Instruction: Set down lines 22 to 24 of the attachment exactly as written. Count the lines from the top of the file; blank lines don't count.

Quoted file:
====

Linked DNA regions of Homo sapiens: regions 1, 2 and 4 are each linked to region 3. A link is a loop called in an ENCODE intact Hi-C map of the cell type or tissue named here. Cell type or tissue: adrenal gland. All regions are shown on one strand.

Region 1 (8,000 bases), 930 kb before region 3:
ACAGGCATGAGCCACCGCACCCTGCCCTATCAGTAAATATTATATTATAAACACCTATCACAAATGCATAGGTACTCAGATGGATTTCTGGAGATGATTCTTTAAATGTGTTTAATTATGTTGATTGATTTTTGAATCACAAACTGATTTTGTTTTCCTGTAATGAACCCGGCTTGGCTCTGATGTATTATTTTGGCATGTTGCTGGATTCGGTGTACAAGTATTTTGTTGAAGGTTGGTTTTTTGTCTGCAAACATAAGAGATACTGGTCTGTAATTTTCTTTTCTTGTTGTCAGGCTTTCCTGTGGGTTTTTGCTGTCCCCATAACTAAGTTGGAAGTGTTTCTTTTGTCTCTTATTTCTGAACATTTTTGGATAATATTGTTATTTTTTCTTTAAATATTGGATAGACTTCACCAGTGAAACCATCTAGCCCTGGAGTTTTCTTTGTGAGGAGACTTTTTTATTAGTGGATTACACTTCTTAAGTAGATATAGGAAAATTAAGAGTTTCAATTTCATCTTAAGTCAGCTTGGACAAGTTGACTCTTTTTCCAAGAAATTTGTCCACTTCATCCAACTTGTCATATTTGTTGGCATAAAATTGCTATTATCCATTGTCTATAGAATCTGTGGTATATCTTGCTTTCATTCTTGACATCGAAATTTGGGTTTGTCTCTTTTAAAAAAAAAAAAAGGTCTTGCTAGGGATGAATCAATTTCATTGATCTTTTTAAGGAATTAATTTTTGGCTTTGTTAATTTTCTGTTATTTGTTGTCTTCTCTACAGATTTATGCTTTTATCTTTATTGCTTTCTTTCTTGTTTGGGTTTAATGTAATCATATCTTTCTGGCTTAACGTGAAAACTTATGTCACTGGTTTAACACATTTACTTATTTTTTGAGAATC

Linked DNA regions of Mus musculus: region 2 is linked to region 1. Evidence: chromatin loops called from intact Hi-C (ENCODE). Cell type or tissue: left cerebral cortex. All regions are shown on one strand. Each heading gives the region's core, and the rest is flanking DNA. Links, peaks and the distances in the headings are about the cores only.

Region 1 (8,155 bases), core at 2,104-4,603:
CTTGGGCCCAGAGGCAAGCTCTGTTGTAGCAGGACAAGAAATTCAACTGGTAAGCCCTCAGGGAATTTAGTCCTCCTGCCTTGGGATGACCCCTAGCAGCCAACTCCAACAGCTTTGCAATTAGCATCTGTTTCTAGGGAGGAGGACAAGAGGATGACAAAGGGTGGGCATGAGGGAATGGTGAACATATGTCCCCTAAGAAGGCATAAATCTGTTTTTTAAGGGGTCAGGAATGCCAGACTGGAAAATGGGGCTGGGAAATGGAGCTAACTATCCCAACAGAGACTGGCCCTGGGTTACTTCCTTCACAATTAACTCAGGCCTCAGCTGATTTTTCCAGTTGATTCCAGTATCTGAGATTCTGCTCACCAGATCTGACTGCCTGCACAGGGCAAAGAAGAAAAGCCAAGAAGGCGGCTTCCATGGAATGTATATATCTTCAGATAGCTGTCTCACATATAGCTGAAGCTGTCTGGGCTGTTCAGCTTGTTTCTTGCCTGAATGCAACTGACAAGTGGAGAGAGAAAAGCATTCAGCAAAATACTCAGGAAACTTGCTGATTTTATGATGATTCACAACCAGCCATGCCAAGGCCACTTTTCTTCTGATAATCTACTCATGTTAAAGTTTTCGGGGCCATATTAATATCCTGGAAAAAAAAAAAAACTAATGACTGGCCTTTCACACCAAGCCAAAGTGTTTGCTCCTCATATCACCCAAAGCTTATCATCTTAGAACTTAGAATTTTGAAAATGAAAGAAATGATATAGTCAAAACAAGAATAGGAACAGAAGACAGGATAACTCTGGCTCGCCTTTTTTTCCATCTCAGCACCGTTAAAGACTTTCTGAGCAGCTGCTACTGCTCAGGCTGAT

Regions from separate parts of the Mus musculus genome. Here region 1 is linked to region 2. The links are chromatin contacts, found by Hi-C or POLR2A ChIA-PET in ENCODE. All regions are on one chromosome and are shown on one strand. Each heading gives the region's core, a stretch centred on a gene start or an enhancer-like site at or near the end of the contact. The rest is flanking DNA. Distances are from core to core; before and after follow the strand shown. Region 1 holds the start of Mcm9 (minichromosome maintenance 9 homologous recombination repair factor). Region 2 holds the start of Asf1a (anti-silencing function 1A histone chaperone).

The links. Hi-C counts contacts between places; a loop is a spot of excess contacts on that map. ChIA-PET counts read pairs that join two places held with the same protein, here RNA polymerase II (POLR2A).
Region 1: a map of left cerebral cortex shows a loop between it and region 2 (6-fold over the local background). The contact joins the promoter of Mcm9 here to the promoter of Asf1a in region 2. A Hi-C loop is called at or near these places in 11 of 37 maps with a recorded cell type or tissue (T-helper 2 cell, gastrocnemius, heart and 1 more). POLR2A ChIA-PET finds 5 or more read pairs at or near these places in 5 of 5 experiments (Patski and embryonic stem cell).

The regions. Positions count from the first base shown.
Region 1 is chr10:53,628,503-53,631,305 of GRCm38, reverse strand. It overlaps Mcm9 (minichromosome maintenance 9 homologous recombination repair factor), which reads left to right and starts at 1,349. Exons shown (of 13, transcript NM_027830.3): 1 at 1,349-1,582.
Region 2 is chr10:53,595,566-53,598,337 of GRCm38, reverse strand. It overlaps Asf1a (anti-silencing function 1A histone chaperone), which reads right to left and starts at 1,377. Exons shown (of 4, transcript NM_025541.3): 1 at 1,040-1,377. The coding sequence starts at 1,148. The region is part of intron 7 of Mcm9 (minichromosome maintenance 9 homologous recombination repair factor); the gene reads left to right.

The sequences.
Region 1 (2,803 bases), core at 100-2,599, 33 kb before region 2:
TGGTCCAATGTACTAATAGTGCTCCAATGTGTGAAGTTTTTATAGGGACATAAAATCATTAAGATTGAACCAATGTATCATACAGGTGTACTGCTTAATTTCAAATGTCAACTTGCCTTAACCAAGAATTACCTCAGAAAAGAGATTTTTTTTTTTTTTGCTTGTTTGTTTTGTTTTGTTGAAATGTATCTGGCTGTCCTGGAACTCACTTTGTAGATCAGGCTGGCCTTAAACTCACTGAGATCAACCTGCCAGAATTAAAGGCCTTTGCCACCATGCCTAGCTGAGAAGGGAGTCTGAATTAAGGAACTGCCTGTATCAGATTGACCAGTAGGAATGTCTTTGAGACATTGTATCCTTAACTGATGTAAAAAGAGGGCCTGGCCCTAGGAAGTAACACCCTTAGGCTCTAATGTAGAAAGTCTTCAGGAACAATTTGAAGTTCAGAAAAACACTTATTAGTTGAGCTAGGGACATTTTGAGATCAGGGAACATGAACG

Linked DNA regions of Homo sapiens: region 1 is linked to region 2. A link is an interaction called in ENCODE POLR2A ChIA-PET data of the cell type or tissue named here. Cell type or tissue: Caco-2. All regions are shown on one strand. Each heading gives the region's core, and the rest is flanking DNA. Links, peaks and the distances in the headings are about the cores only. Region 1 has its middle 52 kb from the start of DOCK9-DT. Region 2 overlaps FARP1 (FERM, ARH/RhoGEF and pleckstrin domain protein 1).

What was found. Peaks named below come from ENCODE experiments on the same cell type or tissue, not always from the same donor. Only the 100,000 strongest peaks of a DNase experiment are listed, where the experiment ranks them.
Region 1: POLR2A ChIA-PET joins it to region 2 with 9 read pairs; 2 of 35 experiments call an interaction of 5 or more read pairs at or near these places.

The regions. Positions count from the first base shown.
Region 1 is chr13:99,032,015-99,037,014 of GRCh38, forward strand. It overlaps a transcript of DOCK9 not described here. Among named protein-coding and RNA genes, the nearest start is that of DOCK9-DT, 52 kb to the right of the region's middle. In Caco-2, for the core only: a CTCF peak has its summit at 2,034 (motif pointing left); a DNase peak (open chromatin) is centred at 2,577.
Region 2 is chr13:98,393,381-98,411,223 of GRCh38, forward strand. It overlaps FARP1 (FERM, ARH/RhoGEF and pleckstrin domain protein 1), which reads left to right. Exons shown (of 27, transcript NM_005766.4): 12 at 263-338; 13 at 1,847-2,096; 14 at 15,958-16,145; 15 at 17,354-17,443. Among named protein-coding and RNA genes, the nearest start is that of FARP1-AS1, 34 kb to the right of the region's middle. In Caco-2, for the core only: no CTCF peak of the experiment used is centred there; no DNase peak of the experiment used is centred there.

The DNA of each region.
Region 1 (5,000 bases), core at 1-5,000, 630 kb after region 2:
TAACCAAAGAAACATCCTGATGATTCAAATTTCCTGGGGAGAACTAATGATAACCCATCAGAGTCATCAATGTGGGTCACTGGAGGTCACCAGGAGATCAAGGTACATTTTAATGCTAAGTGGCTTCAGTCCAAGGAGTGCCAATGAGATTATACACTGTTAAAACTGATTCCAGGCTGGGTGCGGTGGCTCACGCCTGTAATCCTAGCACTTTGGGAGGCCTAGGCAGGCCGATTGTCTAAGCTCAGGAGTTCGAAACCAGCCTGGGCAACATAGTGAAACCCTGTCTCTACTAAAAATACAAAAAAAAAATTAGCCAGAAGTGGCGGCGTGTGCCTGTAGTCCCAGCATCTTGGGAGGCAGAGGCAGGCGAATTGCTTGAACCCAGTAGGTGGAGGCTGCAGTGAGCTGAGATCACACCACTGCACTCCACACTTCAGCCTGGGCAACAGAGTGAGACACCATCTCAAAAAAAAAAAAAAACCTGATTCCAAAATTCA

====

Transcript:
The DNA of each region.
Region 1 (5,000 bases), core at 1-5,000, 630 kb after region 2:
TAACCAAAGAAACATCCTGATGATTCAAATTTCCTGGGGAGAACTAATGATAACCCATCAGAGTCATCAATGTGGGTCACTGGAGGTCACCAGGAGATCAAGGTACATTTTAATGCTAAGTGGCTTCAGTCCAAGGAGTGCCAATGAGATTATACACTGTTAAAACTGATTCCAGGCTGGGTGCGGTGGCTCACGCCTGTAATCCTAGCACTTTGGGAGGCCTAGGCAGGCCGATTGTCTAAGCTCAGGAGTTCGAAACCAGCCTGGGCAACATAGTGAAACCCTGTCTCTACTAAAAATACAAAAAAAAAATTAGCCAGAAGTGGCGGCGTGTGCCTGTAGTCCCAGCATCTTGGGAGGCAGAGGCAGGCGAATTGCTTGAACCCAGTAGGTGGAGGCTGCAGTGAGCTGAGATCACACCACTGCACTCCACACTTCAGCCTGGGCAACAGAGTGAGACACCATCTCAAAAAAAAAAAAAAACCTGATTCCAAAATTCA